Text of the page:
Education: Rethinking PhDs

“Most of them are not going to make it.” That was the thought that ran through Animesh Ray’s mind 15 years ago, as he watched excellent PhD students — including some at his own institution, the University of Rochester in New York — struggle to find faculty positions in academia, the only jobs they had ever been trained for. Some were destined for perpetual postdoctoral fellowships; others would leave science altogether.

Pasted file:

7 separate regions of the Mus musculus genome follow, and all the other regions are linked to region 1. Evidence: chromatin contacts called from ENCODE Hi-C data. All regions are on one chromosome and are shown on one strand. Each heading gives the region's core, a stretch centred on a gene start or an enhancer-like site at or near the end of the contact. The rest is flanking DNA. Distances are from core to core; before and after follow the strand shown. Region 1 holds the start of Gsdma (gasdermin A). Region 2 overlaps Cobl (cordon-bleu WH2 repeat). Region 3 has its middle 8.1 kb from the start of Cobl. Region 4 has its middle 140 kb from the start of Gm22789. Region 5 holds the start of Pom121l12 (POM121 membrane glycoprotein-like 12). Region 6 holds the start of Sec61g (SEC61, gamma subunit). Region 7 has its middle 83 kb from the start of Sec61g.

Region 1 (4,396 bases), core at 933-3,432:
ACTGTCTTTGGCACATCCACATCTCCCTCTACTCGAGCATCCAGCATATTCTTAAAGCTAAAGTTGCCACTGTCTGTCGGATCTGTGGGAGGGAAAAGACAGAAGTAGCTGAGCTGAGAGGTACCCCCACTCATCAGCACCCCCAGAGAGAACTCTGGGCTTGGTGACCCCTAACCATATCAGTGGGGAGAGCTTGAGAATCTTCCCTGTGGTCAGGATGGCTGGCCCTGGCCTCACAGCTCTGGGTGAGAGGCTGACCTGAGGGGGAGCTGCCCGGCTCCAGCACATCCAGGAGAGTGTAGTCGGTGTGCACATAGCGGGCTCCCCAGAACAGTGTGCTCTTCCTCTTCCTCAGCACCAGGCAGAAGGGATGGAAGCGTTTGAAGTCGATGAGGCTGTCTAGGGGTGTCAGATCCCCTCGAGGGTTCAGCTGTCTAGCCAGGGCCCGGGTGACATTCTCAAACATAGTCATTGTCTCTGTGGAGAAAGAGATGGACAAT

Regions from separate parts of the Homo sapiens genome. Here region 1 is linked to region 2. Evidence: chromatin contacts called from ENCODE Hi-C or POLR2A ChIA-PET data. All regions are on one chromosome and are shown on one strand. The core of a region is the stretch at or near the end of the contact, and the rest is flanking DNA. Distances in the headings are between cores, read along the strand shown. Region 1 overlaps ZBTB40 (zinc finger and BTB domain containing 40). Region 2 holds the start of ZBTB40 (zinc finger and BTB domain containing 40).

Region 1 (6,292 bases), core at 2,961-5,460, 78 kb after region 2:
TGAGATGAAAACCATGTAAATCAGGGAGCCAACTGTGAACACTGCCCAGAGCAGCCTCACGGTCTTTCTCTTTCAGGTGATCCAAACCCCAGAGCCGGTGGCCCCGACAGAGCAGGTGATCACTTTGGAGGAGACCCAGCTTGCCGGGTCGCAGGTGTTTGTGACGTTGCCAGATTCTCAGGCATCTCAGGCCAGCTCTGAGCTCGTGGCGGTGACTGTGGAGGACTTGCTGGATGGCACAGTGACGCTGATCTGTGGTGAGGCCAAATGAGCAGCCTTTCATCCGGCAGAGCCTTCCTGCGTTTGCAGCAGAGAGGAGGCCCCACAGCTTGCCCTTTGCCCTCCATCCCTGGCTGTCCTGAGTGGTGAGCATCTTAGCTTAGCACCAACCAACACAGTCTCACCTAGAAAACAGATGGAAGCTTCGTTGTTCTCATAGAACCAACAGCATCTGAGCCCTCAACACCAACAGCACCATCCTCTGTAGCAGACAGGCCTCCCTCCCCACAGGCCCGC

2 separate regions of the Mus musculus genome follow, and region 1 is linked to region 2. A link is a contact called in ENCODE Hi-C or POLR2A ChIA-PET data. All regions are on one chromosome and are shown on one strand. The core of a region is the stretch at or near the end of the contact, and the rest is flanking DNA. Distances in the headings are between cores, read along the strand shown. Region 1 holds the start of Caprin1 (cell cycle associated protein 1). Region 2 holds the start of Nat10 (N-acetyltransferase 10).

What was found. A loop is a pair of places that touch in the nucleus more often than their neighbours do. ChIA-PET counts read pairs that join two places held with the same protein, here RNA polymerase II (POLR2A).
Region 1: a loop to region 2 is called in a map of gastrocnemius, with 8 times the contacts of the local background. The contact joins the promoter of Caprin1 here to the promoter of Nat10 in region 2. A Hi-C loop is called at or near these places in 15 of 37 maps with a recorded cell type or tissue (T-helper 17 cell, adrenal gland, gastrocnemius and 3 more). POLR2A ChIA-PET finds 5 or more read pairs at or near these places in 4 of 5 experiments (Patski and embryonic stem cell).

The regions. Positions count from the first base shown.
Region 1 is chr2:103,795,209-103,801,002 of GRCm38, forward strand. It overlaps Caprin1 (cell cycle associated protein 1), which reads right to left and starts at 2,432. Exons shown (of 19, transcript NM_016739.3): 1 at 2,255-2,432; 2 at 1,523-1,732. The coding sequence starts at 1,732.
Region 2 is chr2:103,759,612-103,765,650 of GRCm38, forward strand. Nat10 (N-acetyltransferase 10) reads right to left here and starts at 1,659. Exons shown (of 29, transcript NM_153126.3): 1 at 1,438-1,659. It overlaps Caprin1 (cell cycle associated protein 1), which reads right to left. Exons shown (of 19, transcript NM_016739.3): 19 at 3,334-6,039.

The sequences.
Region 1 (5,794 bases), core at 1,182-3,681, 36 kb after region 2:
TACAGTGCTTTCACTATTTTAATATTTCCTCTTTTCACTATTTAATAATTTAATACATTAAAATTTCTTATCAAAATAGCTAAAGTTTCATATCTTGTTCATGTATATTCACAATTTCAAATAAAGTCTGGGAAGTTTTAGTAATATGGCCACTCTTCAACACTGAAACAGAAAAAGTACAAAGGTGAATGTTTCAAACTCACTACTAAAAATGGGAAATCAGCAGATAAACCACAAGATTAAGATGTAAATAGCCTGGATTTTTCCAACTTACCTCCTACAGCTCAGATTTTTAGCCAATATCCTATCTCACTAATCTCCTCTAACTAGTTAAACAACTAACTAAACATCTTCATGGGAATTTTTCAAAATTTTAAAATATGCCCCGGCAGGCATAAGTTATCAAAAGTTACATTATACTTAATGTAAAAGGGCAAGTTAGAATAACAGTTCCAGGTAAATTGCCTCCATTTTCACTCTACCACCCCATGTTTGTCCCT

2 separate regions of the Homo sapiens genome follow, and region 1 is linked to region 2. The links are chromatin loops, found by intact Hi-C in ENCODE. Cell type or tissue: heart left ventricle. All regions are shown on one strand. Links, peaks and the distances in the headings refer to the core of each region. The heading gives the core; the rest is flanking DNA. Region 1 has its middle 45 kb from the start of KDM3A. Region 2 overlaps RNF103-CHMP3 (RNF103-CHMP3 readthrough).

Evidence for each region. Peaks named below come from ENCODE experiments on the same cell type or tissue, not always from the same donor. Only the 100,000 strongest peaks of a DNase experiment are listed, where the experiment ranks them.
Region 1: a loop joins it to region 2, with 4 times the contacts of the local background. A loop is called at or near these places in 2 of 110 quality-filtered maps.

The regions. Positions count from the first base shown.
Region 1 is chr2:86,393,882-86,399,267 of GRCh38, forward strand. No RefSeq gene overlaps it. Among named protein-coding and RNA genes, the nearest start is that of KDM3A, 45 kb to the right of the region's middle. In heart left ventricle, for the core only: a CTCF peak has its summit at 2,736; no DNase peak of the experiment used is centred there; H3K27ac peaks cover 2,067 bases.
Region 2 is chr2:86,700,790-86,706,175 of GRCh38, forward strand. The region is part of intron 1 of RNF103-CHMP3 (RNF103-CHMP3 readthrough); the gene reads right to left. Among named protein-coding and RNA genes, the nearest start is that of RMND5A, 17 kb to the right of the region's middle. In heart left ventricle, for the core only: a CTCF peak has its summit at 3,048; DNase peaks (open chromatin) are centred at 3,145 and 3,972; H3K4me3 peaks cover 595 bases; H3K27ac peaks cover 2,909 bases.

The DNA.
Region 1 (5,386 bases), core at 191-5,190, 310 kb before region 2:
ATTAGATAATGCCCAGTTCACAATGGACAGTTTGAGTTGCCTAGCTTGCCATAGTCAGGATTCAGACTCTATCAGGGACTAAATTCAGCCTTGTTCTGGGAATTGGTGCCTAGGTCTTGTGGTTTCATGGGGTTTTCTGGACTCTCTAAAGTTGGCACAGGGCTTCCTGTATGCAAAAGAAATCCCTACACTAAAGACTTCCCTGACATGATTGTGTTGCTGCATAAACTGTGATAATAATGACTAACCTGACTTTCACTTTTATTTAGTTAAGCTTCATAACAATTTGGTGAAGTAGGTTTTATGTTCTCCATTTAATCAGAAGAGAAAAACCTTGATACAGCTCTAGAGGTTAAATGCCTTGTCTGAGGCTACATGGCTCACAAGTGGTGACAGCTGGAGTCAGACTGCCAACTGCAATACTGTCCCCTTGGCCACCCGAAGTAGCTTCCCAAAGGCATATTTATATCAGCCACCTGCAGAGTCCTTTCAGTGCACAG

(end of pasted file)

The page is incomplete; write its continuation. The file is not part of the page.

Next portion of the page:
Within a few years, the associate professor was in a position to do something about it. A stint in a start-up company in California had convinced him that many PhD graduates were poor at working in teams and managing shifting goals, the type of skills that industrial employers demand. So he started to develop a programme that would give students at Keck Graduate Institute (KGI) in Claremont, California, these skills. “I was determined not to have to keep watching scientists struggle to find the jobs they were trained to do.”

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